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Decoding Dissonant Voices

Students translate news articles from Turkish and Arabic – texts available on website

Freiburg, Mar 28, 2017

Decoding Dissonant Voices

Photo: Jürgen Gocke

What is being written in newspapers in Turkey and Lebanon about the war in Syria? How do they present the refugees' situation or the foreign policy interests of the countries involved? Islamic studies' students at the University Freiburg have been addressing these questions in a special seminar. They are translating articles from Turkish and Arabic, analyzing the respective media landscapes, and have written comprehensive commentaries on what they have found. The results are now available on the seminar's own website.

Commentaries on the war: Students work with professors Johanna Pink and Ruth Bartholomä to translate and analyze reports on the war in Syria and the Kurdish conflict.
Photo: Jürgen Gocke

The lede sentence from one Arabic newspaper already posed a challenge: "A row of yellow crates on the way to burial" is a reminder for Iran and its militias in Syria of how it is without Russian support. Maren Bagdahn first translated the sentence word-for-word. But what could "yellow crates" mean? Bagdahn researched the topic and in the final version of her translation chose "a row of coffins." In a footnote she explained that the linguistic image in the source text referred to yellow Hezbollah flags covering fighters' coffins.
"My goal was to produce a German text that reads well," said Bagdahn, a Master's student of Islamic studies at the University of Freiburg. The article from the Lebanese newspaper Al-Mustaqbal was an editorial that was critical of Iran. Bagdahn's translation and a detailed commentary for it can now be read on a website. Bagdahn says, "The comments classify linguistic features and allusions and explain the topic's context."

Political relevance

The website resulted from a seminar that took place during the summer semester of 2016. Entitled "The War in Syria from an Arabic and Turkish Perspective," it was aimed at advanced Bachelor's and Master's students. "We always try to work with original language sources," says Johanna Pink, a professor of Islamic studies of the Oriental Seminar of the University of Freiburg. She explains, "In this seminar, we also wanted to offer an actual, politically relevant issue."

Pink and her colleague, junior professor Ruth Bartholomä, then put their heads together and decided that seminar results were to be published on the Internet. They entered their concept in the "Innovative Studies" project competition of the Freiburg student government (StuRa) and won. This provided additional financing for research assistant Olmo Gölz, who supported the students in preparing their work for the website. Pink says, "We wanted it to become something that the public could read rather than just one or two lecturers. Tutors who were native-speakers of Arabic and Turkish also assisted with the seminar.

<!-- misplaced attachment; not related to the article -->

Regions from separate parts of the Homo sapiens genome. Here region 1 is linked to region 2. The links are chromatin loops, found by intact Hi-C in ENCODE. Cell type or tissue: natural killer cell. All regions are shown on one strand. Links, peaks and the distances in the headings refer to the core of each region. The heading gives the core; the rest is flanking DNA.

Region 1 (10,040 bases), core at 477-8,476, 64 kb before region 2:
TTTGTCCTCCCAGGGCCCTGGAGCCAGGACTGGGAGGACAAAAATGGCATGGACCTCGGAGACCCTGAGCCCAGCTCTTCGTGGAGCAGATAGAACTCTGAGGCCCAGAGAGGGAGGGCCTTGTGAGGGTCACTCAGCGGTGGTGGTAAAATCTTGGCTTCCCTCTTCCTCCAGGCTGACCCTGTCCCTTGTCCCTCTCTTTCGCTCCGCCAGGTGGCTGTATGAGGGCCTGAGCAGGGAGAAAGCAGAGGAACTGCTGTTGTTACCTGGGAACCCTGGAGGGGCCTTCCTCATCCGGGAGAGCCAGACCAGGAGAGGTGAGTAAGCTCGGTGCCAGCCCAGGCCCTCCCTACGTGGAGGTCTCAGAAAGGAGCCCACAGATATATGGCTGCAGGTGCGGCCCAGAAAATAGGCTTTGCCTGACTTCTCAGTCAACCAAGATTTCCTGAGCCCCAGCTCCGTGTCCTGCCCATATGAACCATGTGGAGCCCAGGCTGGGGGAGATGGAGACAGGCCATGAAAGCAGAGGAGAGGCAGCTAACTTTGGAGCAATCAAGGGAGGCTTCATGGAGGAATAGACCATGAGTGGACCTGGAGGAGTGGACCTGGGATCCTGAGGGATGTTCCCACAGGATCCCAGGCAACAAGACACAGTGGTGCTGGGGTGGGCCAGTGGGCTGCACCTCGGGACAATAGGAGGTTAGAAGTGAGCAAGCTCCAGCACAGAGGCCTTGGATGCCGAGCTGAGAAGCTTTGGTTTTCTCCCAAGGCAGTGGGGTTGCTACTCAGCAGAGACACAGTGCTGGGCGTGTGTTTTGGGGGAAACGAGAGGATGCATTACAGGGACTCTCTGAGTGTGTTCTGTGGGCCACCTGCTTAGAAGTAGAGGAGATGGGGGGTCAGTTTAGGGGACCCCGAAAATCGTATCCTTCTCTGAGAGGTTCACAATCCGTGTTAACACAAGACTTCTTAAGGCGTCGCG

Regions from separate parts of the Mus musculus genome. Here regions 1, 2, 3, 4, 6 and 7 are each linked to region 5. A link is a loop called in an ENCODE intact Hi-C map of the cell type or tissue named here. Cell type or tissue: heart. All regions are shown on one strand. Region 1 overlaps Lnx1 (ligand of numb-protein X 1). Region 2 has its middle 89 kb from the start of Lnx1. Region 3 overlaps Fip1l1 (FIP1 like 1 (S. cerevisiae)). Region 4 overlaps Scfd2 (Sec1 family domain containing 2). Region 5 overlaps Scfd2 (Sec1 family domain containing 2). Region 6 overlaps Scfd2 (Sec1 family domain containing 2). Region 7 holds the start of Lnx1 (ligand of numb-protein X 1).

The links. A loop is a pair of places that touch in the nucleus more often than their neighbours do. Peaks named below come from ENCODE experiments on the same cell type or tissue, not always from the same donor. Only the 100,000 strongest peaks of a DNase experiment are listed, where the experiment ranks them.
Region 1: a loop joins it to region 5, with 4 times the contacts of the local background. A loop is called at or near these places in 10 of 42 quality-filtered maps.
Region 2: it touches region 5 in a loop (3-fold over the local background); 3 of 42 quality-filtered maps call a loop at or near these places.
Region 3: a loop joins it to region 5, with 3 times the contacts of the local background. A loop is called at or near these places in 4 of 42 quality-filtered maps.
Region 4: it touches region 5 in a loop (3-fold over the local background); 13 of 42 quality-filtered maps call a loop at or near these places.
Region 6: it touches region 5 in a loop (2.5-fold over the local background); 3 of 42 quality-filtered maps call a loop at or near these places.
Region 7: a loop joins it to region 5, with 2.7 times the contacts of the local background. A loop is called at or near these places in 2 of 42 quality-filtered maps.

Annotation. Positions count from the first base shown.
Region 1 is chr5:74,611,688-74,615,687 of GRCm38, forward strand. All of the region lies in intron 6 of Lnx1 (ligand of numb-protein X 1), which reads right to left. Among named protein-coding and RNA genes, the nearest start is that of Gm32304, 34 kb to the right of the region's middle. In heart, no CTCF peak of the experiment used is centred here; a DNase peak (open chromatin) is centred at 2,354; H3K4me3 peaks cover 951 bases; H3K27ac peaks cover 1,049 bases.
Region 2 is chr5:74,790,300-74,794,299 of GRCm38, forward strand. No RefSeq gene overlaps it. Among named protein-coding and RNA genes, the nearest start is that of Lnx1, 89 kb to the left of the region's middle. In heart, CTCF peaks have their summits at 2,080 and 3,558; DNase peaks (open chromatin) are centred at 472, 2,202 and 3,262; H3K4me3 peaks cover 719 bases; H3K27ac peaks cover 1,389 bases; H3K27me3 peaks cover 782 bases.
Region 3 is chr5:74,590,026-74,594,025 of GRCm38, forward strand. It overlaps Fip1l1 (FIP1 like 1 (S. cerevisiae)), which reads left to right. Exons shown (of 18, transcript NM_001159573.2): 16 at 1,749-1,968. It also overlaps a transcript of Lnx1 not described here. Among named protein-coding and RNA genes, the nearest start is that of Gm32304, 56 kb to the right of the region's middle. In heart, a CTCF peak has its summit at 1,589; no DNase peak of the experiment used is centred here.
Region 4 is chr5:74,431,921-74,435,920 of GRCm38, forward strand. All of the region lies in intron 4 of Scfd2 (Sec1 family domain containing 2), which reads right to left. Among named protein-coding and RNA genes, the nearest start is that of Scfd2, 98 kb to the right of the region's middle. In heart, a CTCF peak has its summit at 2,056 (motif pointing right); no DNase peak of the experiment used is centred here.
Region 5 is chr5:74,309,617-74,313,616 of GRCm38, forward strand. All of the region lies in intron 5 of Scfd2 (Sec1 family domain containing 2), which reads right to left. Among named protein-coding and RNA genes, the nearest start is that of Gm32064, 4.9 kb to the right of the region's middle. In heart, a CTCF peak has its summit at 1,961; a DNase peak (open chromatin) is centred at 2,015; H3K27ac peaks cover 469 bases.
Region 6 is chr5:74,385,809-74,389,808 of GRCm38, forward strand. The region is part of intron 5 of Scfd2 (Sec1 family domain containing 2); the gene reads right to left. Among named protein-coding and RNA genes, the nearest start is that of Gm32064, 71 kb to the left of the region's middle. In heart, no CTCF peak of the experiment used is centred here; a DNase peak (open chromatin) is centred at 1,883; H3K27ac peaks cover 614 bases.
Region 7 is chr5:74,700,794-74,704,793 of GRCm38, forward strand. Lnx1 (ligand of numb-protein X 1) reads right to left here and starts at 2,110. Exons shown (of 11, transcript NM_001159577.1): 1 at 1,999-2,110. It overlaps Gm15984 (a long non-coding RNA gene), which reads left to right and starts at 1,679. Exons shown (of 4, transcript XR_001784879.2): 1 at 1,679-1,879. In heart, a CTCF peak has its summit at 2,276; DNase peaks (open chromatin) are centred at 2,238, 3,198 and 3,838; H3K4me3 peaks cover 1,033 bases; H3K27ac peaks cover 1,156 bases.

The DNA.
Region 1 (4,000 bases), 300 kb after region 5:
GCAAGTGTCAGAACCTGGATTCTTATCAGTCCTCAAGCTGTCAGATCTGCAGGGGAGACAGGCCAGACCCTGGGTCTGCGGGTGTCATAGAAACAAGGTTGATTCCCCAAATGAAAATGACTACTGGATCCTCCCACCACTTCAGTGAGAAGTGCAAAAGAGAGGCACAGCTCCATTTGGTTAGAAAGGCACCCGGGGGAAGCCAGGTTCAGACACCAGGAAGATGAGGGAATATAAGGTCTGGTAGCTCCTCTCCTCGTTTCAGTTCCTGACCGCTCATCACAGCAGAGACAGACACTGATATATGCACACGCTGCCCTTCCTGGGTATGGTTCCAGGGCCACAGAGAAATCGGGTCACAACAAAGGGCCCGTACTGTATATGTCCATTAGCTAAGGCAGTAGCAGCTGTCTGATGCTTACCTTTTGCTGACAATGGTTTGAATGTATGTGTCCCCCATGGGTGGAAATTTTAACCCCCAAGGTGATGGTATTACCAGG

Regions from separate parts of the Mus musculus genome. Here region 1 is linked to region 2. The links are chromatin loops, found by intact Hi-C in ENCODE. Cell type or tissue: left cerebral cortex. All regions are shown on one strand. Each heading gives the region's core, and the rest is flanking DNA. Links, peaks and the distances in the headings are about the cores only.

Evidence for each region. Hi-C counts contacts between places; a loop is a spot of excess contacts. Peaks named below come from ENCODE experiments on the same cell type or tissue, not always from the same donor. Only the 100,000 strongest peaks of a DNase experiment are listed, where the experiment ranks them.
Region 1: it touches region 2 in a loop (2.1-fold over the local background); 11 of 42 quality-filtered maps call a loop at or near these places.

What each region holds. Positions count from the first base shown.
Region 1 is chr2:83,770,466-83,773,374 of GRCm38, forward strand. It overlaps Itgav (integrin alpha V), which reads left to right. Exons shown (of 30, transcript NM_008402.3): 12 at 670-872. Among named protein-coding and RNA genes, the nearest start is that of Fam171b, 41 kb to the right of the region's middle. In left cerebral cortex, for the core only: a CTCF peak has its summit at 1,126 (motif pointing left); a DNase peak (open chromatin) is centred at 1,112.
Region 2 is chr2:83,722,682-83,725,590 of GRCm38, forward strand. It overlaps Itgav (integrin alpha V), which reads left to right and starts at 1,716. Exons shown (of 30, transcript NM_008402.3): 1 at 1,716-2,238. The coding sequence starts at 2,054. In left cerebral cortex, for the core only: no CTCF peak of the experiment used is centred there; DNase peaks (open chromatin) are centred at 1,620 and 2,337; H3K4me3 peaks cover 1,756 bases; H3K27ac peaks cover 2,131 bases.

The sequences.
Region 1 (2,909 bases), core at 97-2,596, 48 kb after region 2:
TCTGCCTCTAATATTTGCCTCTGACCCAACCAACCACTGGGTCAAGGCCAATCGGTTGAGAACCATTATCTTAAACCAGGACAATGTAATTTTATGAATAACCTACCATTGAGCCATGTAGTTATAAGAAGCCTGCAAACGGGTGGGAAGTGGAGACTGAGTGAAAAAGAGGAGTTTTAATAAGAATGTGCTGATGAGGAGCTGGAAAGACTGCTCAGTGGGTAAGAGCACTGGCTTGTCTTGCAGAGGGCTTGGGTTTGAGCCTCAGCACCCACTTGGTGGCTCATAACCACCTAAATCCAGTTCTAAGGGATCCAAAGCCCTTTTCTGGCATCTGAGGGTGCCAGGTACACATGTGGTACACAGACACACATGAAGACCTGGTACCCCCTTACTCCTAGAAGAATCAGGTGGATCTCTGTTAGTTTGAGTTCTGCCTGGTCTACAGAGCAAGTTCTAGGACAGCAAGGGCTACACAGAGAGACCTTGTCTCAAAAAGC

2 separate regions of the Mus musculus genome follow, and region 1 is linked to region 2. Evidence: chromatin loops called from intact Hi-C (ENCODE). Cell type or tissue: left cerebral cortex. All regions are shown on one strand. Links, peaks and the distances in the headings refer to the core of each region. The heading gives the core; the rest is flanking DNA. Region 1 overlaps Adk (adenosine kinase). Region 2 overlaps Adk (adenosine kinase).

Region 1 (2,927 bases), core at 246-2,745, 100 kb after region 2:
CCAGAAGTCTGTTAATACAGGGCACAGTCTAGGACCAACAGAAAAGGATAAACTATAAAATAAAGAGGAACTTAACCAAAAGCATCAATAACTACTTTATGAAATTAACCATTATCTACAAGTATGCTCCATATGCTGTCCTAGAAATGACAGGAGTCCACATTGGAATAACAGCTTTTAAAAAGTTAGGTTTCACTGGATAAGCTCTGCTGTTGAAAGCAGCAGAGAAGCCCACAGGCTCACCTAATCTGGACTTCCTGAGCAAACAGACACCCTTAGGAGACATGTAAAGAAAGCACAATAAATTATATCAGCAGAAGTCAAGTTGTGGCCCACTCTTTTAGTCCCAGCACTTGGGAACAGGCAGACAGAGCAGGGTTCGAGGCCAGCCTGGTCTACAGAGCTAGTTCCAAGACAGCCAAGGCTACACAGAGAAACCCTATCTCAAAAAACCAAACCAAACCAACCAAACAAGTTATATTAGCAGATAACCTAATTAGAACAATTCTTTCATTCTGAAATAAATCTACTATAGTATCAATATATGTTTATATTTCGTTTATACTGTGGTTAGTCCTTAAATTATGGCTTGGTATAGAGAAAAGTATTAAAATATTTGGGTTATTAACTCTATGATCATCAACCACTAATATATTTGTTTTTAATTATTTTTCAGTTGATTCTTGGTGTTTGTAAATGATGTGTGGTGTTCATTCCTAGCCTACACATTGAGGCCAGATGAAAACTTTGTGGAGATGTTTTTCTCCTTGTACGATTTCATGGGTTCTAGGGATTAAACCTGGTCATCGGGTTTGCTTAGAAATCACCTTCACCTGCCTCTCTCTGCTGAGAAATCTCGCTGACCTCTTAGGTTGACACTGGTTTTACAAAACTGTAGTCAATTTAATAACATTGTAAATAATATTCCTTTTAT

Searching, finding and selecting

"Our initial question was 'How do countries where many refugees live and that are geographically much closer than we are to the Syrian war report on it?'" says Bartholomä. The seminar's 17 participants spent their first sessions becoming familiar with the media landscapes in Lebanon and Turkey, and the fundamentals of the conflict in Syria.

They then went on to search for and select the newspaper articles that they wanted to translate and comment on. Says Pink, "We consciously let the students choose." She adds that the research done on Lebanese and Turkish media websites was not exactly easy. Master's student Nina Schad explains, "I found searching for Arabic sources quite challenging." She chose an article from the Lebanese newspaper, An-Nahār about the role of the European Union.

The topics ranged from the handling of refugees to the Kurdish conflict to the use of poison gas in the Syrian war. The original texts are linked to the now finished website, which includes a translation, short abstract, detailed commentary, summary and bibliographical references for each article. Gölz and the students edited the final versions of the texts together.
"We discussed the first drafts of the translations together in the seminar sessions," says Bartholomä, "and the tutorials were important as well." She added that some of the Bachelor's students had completed only one year of language instruction, so it was a big leap for them to translate a text that read well. The commentaries were prepared during the semester break.

Applying everything

"You can work for half an hour to translate a long Turkish sentence," confirmed Kirsten Kreher. The Bachelor's student translated an article about deaths among Syrian asylum seekers that appeared in the Turkish opposition newspaper Evrensel. She went on to say classifying the article was also labor intensive, but very exciting. "We analyzed freedom of the press in Turkey, for example, and we asked ourselves which sources were named and how we could determine if they were reliable," Kreher says.
According to Pink, a seminar like this one was certainly more time consuming than the average course for teachers and students alike. Nevertheless, she added, she would like to do another one like it at the next opportunity. Kreher summed up, saying it was worth it. "For me it was the seminar for which I could apply everything that I have learned up to now."

Thomas Goebel

To read the translations and commentaries please see the website